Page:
Tom Sito reflects back on the birth of animation, which dawned 100 years ago with The Humorous Phases of Funny Faces from James Stuart Blackton.
In 1906, Teddy Roosevelt was in the White House. Royalty ruled over most of the nations of the world. Upton Sinclair published The Jungle, Coca Cola replaced the cocaine in its formula with caffeine. Kelloggs introduced cornflakes, San Francisco was destroyed by a terrible earthquake. In 1906 weapons of mass destruction meant the dreadnought battleship, terrorism meant the anarchists. Immigration to the U.S. was mainly from Eastern and southern Europe. And in 1906, the first animated film was made.
James Stuart Blackton was born in England around 1875, and was brought to America as an infant. Having some aptitude for drawing and painting, he published a book of marine sketches while still a teenager.
Stage-struck at an early age, Blackton and his friends Ronald Reader and Albert Smith tried their hands in show business doing magic tricks and lightning sketches Blackton called himself the Komikal Kartoonist. At this time most of America was going to theater variety shows collectively known as vaudeville. For a nickel you saw a procession of jugglers, singers and magicians. A Lightning-Drawing act was just that, the artist lectured while he drew very quickly on a large pad and easel. Blacktons act used the crude racist humor of the period. He would draw a stereotype face formed from the words Coon (black man), Kelly (Irish man) and Cohen (Jewish man). Sometimes he did the routine in a spangled dress and wig and called himself Mademoiselle Stuart. But Blackton and Smith realized their act needed some more zing. Maybe a rendition of Rip Van Winkle illustrated with Magic Lantern slides?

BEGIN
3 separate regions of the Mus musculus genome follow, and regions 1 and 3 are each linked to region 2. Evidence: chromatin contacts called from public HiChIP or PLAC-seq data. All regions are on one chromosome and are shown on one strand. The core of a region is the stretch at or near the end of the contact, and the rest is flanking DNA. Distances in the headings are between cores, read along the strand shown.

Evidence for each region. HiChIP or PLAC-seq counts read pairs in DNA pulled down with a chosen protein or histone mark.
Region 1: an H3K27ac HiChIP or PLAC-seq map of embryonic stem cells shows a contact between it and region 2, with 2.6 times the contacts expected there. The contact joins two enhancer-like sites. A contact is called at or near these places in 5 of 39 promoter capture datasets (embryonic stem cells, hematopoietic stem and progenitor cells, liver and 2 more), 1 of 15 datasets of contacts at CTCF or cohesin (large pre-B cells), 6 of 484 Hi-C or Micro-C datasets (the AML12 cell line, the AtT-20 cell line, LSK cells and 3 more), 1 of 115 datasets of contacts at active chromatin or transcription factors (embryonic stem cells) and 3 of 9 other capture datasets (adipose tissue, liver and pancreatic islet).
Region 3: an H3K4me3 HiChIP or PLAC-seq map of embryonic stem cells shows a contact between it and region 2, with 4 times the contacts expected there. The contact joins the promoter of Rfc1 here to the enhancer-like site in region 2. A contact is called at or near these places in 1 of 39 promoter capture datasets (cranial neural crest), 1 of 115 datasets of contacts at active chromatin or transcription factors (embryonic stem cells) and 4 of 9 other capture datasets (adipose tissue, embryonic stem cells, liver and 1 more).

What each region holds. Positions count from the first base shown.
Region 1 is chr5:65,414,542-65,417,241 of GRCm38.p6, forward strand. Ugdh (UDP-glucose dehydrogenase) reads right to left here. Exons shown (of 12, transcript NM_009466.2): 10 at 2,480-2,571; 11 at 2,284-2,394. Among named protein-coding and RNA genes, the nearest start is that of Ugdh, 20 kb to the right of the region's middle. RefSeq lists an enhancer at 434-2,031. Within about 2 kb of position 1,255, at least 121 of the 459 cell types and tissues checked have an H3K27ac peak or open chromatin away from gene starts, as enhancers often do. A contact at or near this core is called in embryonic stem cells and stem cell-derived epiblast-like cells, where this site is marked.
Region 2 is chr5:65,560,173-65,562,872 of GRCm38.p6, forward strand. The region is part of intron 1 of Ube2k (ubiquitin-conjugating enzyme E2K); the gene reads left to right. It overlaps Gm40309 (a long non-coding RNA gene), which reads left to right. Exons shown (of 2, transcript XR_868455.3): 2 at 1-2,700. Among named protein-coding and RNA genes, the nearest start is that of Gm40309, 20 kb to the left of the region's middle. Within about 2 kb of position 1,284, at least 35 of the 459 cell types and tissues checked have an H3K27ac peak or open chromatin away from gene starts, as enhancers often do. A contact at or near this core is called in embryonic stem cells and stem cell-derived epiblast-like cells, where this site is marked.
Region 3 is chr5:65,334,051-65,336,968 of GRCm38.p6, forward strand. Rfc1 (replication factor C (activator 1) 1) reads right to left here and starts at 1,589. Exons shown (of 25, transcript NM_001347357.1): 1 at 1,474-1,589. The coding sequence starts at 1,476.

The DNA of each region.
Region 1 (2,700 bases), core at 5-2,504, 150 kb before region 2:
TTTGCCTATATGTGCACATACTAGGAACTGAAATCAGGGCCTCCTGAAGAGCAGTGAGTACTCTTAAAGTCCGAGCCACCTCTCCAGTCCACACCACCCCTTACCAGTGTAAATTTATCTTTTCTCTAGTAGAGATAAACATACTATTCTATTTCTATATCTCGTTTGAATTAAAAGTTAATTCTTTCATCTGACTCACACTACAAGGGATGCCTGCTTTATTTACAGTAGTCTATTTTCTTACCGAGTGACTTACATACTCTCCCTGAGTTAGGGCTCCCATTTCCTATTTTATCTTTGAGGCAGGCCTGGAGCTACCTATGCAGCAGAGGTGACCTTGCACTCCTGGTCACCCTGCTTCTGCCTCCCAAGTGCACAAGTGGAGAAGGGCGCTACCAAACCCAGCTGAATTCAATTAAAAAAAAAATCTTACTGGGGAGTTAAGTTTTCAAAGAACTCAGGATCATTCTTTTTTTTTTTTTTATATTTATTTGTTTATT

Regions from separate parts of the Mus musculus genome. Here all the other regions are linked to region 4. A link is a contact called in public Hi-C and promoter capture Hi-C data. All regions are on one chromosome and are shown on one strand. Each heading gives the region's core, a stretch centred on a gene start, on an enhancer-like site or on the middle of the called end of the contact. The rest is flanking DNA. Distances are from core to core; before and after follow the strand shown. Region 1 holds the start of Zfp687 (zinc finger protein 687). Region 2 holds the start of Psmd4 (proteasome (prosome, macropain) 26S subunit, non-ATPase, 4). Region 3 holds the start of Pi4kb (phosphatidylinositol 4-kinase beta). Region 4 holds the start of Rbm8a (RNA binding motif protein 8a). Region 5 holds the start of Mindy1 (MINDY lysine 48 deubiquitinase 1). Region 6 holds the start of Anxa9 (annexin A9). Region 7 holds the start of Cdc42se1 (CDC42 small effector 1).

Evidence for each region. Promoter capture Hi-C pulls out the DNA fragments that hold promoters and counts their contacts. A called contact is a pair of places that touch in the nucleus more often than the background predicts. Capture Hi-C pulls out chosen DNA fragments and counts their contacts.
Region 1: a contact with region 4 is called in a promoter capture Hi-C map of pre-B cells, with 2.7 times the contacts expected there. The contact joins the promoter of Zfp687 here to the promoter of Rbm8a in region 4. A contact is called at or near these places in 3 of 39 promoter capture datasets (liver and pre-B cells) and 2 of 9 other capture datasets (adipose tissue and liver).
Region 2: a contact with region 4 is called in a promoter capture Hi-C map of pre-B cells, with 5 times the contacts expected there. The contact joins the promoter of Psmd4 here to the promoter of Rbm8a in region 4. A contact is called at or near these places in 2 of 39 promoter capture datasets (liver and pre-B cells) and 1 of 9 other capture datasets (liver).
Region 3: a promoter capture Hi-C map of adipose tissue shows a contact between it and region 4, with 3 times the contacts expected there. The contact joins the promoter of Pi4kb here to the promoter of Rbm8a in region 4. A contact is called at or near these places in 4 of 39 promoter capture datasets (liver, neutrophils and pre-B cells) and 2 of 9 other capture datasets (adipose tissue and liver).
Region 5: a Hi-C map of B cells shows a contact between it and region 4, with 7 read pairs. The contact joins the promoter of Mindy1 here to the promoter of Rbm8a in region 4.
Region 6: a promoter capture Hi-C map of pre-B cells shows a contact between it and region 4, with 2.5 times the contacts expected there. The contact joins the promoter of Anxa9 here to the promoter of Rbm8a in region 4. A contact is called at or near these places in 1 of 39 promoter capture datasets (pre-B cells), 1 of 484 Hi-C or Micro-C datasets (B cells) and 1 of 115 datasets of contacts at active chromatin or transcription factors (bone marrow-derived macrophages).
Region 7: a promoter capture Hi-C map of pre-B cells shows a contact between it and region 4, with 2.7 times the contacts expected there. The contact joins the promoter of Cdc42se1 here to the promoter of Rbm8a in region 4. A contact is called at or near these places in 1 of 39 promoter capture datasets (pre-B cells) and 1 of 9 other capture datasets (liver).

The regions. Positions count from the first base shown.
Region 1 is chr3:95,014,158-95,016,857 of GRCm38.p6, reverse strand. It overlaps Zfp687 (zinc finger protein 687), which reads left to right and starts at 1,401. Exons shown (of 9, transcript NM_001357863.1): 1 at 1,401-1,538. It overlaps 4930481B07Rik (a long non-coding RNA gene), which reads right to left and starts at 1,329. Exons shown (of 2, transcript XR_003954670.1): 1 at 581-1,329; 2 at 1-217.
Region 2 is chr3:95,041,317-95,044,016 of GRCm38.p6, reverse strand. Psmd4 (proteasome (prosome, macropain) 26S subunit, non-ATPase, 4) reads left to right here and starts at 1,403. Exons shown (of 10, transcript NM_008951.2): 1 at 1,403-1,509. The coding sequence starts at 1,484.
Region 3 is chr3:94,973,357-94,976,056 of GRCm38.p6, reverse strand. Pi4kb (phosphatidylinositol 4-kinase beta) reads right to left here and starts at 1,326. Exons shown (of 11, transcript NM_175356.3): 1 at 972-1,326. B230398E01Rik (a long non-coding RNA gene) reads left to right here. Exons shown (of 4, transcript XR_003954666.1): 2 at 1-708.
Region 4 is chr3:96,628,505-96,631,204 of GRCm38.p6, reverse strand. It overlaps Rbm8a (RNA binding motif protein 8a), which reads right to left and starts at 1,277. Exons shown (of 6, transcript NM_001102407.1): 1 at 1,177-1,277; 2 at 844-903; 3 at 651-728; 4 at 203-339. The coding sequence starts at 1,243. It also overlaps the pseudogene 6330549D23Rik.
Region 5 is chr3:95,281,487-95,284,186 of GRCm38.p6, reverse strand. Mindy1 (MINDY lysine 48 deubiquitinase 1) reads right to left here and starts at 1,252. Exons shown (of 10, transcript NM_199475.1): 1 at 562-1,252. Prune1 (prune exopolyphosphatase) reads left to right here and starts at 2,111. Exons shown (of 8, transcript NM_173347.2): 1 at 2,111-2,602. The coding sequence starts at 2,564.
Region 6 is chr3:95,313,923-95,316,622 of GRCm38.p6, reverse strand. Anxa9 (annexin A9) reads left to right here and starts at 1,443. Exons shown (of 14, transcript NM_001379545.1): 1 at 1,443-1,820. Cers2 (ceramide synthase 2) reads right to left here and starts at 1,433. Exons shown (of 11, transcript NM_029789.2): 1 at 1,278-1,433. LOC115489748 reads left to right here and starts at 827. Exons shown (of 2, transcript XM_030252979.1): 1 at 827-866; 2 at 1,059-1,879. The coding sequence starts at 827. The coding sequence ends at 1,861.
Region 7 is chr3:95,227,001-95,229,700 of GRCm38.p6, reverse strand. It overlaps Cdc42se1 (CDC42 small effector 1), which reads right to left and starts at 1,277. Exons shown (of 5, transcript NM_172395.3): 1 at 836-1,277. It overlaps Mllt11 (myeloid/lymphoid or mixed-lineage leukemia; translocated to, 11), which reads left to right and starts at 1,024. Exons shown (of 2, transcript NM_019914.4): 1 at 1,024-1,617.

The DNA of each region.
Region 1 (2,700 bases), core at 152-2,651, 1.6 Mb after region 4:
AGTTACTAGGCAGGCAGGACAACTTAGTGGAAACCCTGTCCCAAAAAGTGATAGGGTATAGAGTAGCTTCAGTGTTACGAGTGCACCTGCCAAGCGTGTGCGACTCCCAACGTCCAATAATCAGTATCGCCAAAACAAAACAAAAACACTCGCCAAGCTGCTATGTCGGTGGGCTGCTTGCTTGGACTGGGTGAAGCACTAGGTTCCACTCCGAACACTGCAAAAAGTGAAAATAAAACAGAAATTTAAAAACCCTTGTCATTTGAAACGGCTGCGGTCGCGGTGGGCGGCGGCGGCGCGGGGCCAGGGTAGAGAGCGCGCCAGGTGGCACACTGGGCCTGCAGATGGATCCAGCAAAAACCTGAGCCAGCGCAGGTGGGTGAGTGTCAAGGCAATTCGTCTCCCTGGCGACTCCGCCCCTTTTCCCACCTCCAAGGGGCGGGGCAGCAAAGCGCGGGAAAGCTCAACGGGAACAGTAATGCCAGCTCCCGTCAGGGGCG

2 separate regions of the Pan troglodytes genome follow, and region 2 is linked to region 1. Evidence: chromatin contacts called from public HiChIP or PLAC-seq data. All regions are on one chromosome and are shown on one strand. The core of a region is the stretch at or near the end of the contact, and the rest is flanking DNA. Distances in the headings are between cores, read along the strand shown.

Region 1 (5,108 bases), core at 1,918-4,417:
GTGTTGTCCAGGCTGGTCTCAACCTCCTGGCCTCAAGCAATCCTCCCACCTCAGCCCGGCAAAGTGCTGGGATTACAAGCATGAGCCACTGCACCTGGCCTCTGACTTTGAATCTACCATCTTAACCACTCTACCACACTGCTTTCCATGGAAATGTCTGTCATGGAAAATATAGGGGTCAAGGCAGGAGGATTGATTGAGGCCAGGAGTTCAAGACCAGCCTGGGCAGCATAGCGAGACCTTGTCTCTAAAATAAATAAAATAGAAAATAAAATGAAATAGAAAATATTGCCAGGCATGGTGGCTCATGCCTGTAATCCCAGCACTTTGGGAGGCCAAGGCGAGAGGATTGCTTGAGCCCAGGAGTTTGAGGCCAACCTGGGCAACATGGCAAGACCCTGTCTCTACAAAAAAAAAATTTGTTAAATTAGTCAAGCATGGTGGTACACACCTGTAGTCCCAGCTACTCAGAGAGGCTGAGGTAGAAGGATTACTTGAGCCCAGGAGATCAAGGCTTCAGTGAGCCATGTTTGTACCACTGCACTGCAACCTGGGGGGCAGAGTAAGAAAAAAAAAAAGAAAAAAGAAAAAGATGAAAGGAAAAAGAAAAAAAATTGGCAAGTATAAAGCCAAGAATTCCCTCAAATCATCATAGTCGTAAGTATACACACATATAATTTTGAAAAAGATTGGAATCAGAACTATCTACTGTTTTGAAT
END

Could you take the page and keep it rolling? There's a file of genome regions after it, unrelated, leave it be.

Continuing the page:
During a lull in his theater work J. Stuart Blackton made money as a cartoonist for the newspaper the Brooklyn Daily Eagle. One day Blackton and his friends went to Koster & Bials Music Hall on 28th St in New York to see Mr. Thomas Edisons new sensation the Kinestoscope, the motion picture. Inspired, Blackton talked the newspaper into letting him go on assignment to interview the great inventor. On March 12, 1896, Blackton took the train out to New Jersey to interview inventor Edison at his East Orange laboratory.
As Blackton and Edison discussed motion pictures, he drew his portrait. Edison asked him if he could sketch that quickly in large size as he did in small sketches. Then, Thomas Edison touched on the possibilities of animated trickfilms. Animation toys like zoetropes and flipbooks had been around for years. Perhaps they could photograph flipbook-style cartoons onto George Eastmans new celluloid roll film and run them just like the new live-action movies Edison was developing? You should come out to the Black Mariah, Edison said. It would be a good ad for you. The Black Mariah was the nickname for his tarpaper-covered motion picture studio.
After further study, including consulting sequential photography pioneer Eadweard Muybridge, J. Stuart Blackton began his own experiments. In 1898, J. Stuart Blackton with his two friends went on to found the Vitagraph Film Co. and do many life action films. But the idea of doing frame-by-frame drawings still intrigued him. In 1900, Edison filmed him in The Enchanted Drawing, basically Blackton doing his lightning sketch act with a bit of movement. It was well received, so Blackton was ready to go further. But his growing responsibilities of the expanding Vitagraph studio occupied his attention.